Without a doubt, this spring the temperature rose ever so slowly, and we had more than ample rain. The soil in the community garden is good Jersey clay. A cover crop of buck wheat was grown in the fall on the entire plot and tilled into the soil to amend it. The soil was limed, organic chicken manure was added and it was tilled twice. That should have gotten all of us of to a great start, if only the weather cooperated. Instead we got rain; day after day it rained. During a dry day I went to visit our plot. Located at the end of the community garden and probably a bit lower than the opposite side, the soil was wet; too wet to be worked in.
A week later I came back. Now I could dig up our plot, add some additional amendments in the form of shredded leaf mulch, well composted and mix it in with the soil. It was still wet, but I managed to set up some supporting poles for the pole beans and sow the beans. A variety of onions were planted as well. A bale of hay was pulled apart and used to create paths in the plot; suppressing weeds, but more importantly keeping the feet dry and mud-free. And then it rained some more.
Each week I would check our plot, pull some weeds and hope to be able to do more. There were potatoes to be planted and tomato and pepper plants to be added. Finally, on May 25th it was warm enough to start planting the tomato plants, although the soil was still very wet in some spots of our plot. The picture shows how a small hole dug with a hand trowel filled with water instantly.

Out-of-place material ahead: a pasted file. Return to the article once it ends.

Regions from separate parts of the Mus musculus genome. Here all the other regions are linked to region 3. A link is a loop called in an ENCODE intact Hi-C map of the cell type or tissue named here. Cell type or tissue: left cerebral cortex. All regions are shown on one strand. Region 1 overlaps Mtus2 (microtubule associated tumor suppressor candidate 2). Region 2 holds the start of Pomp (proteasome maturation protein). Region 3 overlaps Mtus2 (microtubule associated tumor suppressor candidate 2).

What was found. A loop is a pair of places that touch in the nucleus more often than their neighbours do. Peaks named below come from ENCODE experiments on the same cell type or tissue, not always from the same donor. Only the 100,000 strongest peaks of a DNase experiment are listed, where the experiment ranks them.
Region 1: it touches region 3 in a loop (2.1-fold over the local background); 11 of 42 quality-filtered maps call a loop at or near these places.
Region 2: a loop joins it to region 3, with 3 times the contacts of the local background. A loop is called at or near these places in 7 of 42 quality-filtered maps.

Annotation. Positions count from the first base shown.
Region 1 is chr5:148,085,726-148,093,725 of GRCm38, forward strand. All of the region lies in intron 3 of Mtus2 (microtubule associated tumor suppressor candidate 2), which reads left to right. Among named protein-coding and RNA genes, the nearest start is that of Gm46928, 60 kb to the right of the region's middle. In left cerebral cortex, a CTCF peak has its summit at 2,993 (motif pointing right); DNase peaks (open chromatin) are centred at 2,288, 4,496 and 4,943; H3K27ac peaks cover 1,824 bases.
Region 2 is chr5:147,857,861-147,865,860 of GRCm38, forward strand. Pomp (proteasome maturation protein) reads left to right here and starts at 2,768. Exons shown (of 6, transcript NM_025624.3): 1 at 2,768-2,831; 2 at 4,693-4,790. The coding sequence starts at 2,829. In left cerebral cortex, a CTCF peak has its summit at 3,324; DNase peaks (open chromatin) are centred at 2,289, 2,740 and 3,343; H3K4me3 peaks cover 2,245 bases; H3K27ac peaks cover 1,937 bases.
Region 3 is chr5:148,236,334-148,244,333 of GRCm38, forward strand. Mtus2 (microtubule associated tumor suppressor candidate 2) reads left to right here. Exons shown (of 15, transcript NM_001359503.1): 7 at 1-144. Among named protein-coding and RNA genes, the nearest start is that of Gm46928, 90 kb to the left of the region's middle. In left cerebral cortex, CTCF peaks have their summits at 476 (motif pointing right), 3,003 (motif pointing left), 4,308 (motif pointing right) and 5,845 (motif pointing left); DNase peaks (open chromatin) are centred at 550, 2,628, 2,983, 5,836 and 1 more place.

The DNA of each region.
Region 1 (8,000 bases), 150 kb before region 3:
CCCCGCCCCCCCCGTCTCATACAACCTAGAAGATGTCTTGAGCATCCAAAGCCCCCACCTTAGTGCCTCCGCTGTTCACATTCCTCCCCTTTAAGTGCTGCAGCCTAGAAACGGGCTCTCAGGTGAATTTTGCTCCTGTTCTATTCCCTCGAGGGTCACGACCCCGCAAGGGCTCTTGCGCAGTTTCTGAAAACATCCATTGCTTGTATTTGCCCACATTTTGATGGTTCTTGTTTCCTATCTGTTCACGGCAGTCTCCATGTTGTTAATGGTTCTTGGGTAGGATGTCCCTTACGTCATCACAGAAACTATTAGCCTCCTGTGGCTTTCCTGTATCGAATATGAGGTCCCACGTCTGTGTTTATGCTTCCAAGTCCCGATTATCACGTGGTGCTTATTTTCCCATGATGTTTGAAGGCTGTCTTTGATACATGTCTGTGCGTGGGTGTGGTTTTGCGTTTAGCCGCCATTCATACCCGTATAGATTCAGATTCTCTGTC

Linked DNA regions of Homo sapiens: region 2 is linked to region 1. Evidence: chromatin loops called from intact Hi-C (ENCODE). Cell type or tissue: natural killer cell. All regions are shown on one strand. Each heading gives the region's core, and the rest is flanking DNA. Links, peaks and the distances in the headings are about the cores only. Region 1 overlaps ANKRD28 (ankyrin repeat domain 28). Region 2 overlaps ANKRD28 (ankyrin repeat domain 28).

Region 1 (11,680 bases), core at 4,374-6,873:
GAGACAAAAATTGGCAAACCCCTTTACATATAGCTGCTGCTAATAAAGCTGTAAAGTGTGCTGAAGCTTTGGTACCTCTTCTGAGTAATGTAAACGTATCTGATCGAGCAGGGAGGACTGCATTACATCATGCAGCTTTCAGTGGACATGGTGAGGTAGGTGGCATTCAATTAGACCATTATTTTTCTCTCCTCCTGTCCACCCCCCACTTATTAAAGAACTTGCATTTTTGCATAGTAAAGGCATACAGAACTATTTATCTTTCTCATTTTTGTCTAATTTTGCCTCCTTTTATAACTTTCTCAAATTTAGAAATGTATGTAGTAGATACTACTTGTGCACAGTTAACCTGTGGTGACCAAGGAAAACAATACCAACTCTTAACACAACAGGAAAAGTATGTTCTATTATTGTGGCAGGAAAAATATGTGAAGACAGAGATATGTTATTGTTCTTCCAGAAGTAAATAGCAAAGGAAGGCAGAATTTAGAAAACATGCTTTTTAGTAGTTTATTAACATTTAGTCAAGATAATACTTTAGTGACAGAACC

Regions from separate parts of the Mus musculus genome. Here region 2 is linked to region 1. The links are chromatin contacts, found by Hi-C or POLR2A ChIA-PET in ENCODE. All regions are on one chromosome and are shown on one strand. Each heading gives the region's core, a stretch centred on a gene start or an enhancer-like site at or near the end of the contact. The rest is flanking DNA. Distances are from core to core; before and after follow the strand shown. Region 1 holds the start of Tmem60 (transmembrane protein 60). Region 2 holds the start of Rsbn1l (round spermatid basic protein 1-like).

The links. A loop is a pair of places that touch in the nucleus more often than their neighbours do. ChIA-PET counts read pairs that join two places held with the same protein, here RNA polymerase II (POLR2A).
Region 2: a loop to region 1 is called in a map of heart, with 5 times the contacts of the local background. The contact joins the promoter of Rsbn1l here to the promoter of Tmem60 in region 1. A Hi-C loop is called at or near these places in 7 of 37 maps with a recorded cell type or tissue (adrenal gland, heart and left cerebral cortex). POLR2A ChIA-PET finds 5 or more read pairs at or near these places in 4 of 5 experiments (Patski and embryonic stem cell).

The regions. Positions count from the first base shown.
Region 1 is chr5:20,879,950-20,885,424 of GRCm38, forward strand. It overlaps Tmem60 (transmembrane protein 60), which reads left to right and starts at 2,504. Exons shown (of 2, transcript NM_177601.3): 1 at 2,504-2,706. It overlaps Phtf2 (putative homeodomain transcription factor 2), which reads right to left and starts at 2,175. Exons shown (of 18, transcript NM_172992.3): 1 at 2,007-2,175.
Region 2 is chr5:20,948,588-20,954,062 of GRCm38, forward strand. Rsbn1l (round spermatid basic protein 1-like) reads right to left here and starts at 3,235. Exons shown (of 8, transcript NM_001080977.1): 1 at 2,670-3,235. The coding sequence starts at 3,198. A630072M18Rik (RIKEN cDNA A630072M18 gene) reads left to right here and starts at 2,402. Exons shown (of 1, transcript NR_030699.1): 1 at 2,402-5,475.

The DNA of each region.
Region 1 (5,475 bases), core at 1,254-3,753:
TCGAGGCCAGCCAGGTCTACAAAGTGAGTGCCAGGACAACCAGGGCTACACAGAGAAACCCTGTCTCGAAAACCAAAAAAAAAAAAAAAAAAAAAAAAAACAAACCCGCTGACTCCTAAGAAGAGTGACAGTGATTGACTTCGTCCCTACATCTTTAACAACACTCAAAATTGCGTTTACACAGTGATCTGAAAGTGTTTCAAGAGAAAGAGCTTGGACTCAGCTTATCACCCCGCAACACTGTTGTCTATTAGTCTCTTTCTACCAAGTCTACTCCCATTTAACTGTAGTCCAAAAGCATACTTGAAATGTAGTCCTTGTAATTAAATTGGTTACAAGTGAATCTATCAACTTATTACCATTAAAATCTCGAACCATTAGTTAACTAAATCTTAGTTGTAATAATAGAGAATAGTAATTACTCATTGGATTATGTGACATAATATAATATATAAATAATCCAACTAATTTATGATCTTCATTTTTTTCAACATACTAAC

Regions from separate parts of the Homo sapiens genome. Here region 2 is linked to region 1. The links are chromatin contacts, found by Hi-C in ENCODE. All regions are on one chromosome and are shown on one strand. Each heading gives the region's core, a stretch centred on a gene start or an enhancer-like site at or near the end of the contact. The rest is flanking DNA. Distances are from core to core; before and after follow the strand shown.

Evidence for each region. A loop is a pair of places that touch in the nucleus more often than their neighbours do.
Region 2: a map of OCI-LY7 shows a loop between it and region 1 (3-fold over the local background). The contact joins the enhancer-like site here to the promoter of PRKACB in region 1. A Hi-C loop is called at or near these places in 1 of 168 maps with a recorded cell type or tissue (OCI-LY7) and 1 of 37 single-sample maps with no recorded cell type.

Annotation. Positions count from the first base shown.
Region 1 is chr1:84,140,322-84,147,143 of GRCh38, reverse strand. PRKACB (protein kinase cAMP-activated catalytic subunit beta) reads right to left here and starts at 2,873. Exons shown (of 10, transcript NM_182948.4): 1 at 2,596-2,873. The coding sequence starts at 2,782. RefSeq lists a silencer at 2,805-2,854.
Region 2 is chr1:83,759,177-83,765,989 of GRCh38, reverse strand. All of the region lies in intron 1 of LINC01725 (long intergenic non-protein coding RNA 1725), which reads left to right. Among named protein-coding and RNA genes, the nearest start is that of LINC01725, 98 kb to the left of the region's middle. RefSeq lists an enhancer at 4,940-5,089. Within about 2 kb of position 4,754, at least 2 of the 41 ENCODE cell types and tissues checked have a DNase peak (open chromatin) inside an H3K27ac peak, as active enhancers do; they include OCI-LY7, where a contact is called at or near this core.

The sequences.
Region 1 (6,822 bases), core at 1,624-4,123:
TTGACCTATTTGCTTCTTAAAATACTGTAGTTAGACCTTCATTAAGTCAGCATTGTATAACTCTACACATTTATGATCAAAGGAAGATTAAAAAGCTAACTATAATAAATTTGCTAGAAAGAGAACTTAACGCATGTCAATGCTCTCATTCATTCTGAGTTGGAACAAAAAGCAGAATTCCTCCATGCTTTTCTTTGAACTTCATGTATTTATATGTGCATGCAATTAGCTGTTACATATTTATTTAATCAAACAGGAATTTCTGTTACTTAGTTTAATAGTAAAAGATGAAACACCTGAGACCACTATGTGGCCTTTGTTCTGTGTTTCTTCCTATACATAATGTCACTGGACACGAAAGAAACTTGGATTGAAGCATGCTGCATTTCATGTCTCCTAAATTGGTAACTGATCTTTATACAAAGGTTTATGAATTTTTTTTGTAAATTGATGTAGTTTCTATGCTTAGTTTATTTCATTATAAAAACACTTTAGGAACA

The beans were starting to come up and the first green shoots of the onions show through the soil. The temperature is now consistently warm, which should give the tomato plants a much needed boost, as well as dry out the soil a bit more.
Of course, weeds are starting to show their pesky heads in greater numbers as well and I will have to spend some time weeding. Next week the peppers will be planted and the potatoes will go in as well. Soon enough we will be able to start harvesting produce that will be given to the food bank to help others in these difficult times. In the meantime, with volunteers from the township I will be growing new organic gardeners, one volunteer at the time.
Marty Oostveen - Gardener, The Dutch Touch, LLC